That said, Romney dodged a big bullet these past few months, because his ’12 preeminence was initially jeopardized when McCain chose Palin as his running-mate. Palin immediately connected with the culturally conservative heart of the Republican Party, a subset of the Republican base (which also includes more traditional economic conservatives who don’t dabble in the kind of resentment politics that defines cultural conservatism). That bond was only reinforced during the fall campaign, with cultural conservatives rallying to Palin’s defense against what they convinced themselves was a concerted push by the liberal media to destroy her.
The threat to Romney was that Palin would expand on this intense base of support during the campaign, creating the kind of broad appeal for herself that Romney can still potentially achieve. Had she done that, she would have supplanted him as the ’12 front-runner.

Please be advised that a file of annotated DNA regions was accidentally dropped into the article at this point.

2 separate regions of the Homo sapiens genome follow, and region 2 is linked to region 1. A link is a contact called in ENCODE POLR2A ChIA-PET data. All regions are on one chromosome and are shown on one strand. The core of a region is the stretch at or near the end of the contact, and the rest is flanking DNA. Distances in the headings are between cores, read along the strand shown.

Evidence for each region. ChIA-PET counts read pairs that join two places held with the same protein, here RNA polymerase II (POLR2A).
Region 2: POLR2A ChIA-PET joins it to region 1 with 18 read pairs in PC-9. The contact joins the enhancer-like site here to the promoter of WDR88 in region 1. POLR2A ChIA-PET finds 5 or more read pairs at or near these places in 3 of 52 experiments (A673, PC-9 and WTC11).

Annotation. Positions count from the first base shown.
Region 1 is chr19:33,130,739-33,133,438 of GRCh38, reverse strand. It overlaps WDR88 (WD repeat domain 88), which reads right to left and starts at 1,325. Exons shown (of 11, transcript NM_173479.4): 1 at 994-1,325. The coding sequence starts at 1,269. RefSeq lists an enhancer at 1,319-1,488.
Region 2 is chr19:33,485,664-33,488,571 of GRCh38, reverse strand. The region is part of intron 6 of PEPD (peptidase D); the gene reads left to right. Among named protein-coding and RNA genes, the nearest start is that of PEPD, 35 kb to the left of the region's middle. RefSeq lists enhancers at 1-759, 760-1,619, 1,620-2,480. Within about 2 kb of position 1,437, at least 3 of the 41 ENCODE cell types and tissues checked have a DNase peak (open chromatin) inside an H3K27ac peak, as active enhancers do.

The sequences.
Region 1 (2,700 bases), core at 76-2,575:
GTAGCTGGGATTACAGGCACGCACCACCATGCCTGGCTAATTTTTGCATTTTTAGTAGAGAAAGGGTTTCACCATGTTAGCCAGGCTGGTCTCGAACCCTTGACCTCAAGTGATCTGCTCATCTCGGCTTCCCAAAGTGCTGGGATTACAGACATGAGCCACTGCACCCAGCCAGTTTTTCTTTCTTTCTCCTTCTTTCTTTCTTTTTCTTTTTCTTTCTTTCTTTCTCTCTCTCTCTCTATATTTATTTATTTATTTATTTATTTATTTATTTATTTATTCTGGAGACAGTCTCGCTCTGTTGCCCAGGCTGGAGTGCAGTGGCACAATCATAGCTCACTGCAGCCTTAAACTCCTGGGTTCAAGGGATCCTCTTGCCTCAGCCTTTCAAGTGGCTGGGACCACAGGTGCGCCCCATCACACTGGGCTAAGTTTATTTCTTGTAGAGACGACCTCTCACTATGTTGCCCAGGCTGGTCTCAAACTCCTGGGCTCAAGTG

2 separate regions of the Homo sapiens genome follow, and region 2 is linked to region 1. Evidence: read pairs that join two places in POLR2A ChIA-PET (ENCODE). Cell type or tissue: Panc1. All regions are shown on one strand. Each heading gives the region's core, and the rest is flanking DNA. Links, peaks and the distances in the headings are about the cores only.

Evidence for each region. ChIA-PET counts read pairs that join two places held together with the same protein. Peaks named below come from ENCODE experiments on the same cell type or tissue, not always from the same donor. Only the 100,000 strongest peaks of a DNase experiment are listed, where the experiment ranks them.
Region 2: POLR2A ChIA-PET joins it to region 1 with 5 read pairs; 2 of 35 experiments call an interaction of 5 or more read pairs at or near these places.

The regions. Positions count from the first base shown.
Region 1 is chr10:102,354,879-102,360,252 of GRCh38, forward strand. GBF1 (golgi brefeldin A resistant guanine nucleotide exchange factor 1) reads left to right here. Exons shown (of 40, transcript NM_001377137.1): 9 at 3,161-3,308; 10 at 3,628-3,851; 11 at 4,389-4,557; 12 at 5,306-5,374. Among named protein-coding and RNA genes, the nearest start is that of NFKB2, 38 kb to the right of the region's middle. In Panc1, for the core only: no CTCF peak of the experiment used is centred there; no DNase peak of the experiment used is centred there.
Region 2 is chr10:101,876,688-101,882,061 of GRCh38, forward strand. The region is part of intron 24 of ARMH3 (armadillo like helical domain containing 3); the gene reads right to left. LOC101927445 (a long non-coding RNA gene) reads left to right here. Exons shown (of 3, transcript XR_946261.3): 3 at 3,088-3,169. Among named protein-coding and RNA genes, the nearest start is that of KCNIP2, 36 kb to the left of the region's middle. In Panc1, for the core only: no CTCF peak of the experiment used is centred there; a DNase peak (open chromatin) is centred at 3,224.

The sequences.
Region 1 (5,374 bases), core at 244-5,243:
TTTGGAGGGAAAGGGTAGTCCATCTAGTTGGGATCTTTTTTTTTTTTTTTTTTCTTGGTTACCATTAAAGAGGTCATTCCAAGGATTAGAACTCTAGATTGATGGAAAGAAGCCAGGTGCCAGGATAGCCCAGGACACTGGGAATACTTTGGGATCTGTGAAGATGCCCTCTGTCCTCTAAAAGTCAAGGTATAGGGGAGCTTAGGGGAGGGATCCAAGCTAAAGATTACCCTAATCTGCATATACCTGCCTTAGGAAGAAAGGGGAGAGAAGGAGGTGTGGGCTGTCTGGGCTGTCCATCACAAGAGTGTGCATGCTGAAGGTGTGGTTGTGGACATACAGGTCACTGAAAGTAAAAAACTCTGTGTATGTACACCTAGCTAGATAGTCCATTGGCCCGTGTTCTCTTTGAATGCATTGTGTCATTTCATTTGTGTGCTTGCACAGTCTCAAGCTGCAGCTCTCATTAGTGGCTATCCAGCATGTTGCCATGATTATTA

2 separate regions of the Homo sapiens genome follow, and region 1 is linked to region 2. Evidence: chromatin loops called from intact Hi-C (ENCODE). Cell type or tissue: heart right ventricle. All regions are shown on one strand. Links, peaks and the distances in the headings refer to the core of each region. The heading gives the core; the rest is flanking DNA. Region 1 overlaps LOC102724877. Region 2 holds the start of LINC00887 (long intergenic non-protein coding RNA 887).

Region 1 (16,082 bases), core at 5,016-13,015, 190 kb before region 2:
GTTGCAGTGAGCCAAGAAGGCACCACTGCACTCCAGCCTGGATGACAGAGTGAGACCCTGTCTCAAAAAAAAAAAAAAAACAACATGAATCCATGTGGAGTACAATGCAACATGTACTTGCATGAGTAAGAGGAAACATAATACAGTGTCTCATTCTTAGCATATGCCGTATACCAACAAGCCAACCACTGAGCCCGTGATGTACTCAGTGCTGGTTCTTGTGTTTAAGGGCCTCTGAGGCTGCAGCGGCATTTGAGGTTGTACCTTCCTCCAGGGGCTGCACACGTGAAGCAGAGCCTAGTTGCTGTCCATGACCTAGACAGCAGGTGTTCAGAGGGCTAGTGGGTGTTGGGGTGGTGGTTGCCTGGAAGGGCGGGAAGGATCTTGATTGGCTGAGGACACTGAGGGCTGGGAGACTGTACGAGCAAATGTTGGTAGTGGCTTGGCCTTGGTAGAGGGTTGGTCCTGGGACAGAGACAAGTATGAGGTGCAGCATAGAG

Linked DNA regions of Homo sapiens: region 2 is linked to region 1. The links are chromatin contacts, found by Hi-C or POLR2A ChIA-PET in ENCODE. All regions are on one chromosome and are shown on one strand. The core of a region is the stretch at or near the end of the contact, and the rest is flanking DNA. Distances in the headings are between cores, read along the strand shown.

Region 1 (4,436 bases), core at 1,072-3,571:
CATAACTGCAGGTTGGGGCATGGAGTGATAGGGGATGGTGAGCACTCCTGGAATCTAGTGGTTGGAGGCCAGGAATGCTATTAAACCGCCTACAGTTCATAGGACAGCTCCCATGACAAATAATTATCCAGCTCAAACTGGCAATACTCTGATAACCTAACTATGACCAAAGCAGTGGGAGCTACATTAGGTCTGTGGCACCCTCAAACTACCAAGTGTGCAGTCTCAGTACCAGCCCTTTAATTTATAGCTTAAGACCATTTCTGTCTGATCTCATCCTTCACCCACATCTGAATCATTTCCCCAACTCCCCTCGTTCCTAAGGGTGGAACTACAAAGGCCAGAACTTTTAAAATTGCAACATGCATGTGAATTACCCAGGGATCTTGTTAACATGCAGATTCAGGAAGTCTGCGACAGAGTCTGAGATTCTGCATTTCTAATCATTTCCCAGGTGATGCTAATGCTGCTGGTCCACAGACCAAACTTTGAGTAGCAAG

She got off to a solid-looking start. A week after McCain picked her, Palin delivered a mesmerizing convention address in which she showed poise, polish and humor. In the week leading up to her speech, Americans had heard Democrats tirelessly raise questions about her experience, but her command performance set their concerns at ease. Polls in the wake of the G.O.P. convention found most independent voters buying into the Republican line that Palin was being unfairly singled out for criticism. They were warming up to her and she was a clear asset for McCain.